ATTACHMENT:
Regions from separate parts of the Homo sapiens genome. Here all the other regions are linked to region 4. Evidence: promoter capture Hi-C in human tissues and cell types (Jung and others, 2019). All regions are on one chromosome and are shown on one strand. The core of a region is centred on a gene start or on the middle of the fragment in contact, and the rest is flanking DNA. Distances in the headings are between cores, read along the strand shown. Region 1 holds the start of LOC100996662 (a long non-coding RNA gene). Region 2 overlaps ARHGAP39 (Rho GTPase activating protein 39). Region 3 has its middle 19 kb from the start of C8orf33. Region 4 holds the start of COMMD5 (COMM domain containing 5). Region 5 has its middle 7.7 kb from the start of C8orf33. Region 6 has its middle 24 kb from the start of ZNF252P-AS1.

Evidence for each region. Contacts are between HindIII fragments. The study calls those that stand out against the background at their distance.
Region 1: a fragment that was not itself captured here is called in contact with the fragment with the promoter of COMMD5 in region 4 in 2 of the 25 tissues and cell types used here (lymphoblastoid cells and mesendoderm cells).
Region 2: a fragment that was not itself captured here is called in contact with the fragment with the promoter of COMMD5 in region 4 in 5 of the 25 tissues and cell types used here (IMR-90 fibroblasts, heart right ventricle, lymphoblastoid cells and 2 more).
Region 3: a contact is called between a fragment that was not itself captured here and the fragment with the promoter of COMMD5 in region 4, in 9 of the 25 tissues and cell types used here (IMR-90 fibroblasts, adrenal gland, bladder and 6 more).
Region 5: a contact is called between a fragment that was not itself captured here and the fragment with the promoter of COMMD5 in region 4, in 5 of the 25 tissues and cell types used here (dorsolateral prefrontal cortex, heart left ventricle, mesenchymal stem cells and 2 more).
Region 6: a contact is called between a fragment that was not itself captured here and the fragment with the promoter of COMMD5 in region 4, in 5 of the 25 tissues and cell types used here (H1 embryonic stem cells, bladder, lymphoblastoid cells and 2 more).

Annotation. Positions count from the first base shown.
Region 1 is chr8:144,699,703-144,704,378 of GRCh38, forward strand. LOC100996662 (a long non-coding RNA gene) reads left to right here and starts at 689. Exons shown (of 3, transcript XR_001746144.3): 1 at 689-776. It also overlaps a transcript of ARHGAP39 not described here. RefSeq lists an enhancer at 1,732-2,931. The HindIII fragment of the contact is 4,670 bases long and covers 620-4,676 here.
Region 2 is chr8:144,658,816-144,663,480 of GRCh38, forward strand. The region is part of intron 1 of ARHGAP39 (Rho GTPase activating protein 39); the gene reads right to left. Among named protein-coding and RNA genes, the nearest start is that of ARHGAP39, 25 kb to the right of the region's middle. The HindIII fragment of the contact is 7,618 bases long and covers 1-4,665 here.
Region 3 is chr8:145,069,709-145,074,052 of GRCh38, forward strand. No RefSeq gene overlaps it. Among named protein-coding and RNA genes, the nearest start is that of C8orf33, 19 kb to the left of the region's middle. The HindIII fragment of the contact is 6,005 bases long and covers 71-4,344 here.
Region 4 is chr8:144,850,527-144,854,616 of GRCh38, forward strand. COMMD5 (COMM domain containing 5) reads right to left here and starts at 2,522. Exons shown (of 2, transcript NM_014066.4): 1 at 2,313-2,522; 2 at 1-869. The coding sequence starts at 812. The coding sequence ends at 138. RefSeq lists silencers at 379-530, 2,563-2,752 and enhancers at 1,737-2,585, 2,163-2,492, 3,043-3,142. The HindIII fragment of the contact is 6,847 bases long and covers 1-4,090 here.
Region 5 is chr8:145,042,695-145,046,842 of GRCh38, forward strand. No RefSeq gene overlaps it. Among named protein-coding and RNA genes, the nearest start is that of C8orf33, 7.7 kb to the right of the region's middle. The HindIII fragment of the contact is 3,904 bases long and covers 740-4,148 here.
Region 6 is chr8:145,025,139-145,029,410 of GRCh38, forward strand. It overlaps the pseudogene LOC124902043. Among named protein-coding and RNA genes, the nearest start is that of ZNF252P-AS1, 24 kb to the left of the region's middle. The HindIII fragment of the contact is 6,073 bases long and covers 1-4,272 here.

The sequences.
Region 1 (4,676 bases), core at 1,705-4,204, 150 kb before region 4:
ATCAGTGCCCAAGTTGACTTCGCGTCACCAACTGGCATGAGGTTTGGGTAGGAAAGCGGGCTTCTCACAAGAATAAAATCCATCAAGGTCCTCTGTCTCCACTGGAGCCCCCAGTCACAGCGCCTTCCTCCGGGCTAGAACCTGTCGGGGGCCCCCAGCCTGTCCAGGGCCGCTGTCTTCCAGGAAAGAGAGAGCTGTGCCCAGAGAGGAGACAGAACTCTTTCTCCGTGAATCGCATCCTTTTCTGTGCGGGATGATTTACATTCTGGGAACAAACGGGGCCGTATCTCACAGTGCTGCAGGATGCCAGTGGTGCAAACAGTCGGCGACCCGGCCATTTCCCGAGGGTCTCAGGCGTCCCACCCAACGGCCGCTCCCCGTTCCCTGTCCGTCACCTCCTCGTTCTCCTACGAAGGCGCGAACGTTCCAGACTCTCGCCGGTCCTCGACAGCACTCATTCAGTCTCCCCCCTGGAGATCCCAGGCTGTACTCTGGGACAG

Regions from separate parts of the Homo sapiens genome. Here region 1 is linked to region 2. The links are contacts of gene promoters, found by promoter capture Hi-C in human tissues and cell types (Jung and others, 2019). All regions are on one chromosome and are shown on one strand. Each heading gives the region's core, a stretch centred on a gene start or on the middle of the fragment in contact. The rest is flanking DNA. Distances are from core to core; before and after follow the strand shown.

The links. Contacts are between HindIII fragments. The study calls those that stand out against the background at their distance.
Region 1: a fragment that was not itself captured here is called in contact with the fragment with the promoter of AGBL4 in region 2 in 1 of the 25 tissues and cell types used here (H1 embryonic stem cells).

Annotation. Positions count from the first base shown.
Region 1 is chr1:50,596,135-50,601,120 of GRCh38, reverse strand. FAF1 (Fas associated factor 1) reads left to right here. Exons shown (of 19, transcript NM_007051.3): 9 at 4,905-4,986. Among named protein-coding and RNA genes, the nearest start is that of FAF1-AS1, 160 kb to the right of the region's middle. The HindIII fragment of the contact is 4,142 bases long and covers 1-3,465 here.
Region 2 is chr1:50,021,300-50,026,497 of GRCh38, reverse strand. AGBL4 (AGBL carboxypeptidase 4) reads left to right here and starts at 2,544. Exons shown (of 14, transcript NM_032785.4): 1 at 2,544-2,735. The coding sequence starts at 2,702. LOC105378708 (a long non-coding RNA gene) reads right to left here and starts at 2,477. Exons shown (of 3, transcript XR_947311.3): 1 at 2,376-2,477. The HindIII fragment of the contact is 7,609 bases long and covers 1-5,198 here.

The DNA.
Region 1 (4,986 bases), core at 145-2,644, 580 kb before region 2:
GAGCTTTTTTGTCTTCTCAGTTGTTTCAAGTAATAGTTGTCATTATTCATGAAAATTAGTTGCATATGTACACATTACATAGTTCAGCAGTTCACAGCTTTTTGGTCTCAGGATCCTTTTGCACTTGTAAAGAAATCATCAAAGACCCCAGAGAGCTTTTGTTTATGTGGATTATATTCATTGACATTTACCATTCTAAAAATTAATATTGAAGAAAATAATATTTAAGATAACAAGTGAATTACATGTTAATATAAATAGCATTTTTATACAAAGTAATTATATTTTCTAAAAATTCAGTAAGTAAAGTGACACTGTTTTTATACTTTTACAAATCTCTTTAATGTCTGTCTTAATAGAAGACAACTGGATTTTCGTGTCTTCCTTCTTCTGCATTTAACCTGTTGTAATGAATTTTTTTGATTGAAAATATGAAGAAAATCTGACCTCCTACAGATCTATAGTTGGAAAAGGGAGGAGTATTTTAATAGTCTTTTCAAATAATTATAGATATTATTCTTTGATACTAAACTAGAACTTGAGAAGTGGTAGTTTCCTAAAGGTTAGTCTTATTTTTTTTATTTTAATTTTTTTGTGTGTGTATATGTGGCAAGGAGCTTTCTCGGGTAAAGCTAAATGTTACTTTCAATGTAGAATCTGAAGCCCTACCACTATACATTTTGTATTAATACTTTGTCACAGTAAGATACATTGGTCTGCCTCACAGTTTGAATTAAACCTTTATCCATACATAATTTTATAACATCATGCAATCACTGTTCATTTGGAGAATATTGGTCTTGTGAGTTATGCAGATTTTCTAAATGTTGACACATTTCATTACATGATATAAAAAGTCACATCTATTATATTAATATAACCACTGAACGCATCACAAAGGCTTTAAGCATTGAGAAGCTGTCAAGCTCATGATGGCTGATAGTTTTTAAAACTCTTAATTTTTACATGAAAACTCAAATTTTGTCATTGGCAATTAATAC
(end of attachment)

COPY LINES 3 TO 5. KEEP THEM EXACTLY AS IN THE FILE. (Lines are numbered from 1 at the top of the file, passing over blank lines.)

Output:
Region 1: a fragment that was not itself captured here is called in contact with the fragment with the promoter of COMMD5 in region 4 in 2 of the 25 tissues and cell types used here (lymphoblastoid cells and mesendoderm cells).
Region 2: a fragment that was not itself captured here is called in contact with the fragment with the promoter of COMMD5 in region 4 in 5 of the 25 tissues and cell types used here (IMR-90 fibroblasts, heart right ventricle, lymphoblastoid cells and 2 more).
Region 3: a contact is called between a fragment that was not itself captured here and the fragment with the promoter of COMMD5 in region 4, in 9 of the 25 tissues and cell types used here (IMR-90 fibroblasts, adrenal gland, bladder and 6 more).